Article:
Queen Eleanor’s Cross and the Great North Road
For 350 years The Queen’s Cross was a prominent landmark close to the Great North Road just north of Stamford. Until destroyed by Cromwellian forces it stood to the south west of the road on higher ground then known then as Anemone Hill between Stamford and Great Casterton. The date of its demise suggests that the image above involved artistic licence.
Captain Richard Symonds of the Royalist army visited Stamford on his way from Newark to Huntingdon on Saturday August 22nd 1645. He wrote:
“In the hill before ye into the towne stands a lofty large cross, built by Edward I in memory of Eleanor whose corps rested there coming from the north. Upon the top of this cross these three shields shields are often carved: England; three bends sinister; a bordure (Ponthieu); Quarterly Castile and Leon”
The base of the Stamford cross was excavated by local antiquary, William Stukeley, vicar of All Saints in 1745. He had long suspected that a tumulus on the Casterton Road marked the base of the cross, and when the turnpike surveyor began digging in the area for road stone, he was able to excavate the foundations. His reports describe the base as having 6 or 8 sides, and a number of decorated stone fragments were removed.
About Eleanor’s Crosses
This was one of 12 “Eleanor Crosses” erected by a disconsolate Edward I after his wife died in 1290.
Edward had married Eleanor, daughter of Ferdinand III of Castile, in 1254. Their marriage was politically unpopular, yet notably successful in personal terms, and the couple had 16 children. Eleanor accompanied Edward on a crusade, is reputed to have saved his life at the siege of Acre in 1272, and was travelling north with him to fight the Scots in November 1290. Eleanor was 45 when she died following a fever. After three days of mourning at Harby, she was taken to Lincoln where her body was embalmed. Her viscera were buried in the Angel Choir of Lincoln Cathedral.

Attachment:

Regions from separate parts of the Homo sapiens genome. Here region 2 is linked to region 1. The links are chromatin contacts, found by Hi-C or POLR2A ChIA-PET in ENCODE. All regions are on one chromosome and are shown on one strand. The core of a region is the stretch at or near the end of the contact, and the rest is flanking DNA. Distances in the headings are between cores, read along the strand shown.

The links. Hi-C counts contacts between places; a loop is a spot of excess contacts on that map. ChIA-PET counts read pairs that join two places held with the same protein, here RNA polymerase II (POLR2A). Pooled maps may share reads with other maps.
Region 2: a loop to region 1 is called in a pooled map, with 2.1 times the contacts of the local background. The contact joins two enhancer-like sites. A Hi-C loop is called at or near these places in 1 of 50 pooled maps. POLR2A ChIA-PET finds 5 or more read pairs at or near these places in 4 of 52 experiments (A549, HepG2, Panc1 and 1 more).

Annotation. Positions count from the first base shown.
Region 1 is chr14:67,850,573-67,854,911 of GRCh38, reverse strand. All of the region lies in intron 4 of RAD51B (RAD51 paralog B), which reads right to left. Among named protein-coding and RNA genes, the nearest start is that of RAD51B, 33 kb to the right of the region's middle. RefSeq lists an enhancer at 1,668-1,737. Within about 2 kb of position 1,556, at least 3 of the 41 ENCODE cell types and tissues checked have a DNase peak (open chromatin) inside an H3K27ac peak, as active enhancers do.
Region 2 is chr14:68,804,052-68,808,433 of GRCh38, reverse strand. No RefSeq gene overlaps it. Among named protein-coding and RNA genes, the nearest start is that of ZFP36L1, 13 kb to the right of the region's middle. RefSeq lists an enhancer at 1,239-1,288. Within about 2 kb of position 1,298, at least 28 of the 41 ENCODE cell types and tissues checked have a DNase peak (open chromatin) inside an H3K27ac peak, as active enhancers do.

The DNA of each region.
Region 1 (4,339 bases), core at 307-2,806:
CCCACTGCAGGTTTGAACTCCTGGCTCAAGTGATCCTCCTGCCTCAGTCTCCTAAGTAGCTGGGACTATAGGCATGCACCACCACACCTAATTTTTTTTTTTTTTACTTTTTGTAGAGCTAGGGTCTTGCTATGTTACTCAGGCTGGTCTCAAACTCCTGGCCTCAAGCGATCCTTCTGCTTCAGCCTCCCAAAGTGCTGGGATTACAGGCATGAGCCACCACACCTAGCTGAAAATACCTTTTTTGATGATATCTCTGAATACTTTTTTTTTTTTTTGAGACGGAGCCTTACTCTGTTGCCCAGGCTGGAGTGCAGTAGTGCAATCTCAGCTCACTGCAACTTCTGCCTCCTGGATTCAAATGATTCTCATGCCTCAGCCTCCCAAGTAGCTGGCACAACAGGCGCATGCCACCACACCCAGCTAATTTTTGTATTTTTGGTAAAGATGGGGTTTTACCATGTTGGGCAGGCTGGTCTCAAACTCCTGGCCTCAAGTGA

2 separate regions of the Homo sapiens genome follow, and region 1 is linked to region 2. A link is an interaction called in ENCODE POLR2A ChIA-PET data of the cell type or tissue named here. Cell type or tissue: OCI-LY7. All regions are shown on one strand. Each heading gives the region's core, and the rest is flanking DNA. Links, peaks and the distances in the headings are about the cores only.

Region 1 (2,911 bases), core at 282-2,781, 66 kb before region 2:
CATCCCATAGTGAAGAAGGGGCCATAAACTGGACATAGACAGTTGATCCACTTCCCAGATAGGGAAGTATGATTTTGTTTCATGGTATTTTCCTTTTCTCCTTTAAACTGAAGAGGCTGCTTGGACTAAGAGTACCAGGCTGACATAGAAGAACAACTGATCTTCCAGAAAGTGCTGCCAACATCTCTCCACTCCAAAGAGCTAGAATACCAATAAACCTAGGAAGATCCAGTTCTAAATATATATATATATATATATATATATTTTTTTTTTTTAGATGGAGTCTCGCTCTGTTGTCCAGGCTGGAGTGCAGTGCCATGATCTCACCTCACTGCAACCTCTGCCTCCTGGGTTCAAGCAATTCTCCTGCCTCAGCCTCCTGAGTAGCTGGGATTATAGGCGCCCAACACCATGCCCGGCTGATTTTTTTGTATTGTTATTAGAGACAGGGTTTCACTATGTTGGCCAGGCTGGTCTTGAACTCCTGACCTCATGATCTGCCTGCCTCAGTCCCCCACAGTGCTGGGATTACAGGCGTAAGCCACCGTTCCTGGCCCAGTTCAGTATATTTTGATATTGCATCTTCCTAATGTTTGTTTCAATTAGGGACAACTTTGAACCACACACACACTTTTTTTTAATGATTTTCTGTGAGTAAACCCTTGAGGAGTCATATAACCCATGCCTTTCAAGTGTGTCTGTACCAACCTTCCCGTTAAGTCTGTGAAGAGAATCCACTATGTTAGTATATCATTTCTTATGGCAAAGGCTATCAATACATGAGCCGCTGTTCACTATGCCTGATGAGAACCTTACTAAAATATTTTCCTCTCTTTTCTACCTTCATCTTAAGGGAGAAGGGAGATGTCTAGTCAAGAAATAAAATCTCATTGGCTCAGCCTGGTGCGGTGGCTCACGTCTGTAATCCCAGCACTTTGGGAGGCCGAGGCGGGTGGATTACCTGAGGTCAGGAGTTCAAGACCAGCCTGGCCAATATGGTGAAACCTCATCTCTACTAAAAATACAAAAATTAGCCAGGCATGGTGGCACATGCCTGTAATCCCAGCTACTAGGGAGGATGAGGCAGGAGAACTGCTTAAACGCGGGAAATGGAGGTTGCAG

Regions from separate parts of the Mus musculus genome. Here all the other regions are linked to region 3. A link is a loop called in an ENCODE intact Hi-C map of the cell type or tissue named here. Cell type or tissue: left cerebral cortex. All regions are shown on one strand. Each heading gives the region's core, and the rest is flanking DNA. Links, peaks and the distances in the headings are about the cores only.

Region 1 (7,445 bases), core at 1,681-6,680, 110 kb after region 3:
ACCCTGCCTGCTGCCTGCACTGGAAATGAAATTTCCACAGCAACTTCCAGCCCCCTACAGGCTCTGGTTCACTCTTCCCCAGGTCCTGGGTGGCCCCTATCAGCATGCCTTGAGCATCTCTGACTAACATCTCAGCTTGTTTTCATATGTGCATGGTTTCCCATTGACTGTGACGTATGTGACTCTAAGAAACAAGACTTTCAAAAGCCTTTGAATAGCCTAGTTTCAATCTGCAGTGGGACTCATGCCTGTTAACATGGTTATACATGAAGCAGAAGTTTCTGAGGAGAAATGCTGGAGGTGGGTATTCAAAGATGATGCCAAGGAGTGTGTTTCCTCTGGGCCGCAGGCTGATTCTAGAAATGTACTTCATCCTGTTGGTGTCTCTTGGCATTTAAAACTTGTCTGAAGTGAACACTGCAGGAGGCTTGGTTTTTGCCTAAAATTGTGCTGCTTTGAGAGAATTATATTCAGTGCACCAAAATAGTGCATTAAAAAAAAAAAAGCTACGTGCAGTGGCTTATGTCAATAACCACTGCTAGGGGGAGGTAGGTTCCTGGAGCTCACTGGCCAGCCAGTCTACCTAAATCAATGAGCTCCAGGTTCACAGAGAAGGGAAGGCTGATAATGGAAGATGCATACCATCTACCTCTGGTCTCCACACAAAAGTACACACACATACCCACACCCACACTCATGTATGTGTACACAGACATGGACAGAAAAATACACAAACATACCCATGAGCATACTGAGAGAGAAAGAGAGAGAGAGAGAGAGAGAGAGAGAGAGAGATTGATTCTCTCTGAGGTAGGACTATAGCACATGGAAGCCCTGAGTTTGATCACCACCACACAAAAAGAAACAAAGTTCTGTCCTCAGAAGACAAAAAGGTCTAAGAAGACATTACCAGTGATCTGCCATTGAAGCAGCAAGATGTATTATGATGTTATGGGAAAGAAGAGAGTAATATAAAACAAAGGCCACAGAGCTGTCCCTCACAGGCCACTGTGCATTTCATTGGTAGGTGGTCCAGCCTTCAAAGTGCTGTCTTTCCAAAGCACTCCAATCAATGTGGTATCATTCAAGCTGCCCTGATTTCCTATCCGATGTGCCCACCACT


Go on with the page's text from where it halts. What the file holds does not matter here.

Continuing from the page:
The cortege set off from Lincoln heading to Westminster Abbey in London. Eleanor’s coffin was carried by horse drawn cart; Edward accompanied on foot as a mark of respect. After passing through Grantham then Stamford a strangely circuitous route was chosen. It was early December and heavy rain meant the Nene and the Ouse could not be passed on the more direct Ermine Street. As a result the procession headed inland towards the royal hunting lodge near Geddington in Rockingham Forest. From there, it headed south via Hardingstone (Northampton), Stony Stratford, Woburn, Dunstable, St. Albans, Waltham, and Westcheap.
At Westminster she was buried at the feet of her father-in-law King Henry III. Her heart travelled with the body and was buried in the abbey church at Blacfriars.
Edward requested that Richard Crundale, his Master Mason, provide a basic design for a cross to be erected in 12 of the 15 resting places. Of the 12 crosses erected, only 3 remain – Geddington, Northampton and Waltham Cross. (The cross at Charing Cross is in fact a replica.) Each cross had a flight of steps and was built in three stages, the first stage consisting of 3, 6 or 8 sides bearing carved heraldic shields of England, Castille, Leon and Ponthieu.The second stage was a platform upon which stood as many statues of Eleanor as there were sides. A tabernacle encased each statue to give the impression of a shrine. The third stage continued the column and was surmounted by a cross.
Eleanor’s Cross, Geddington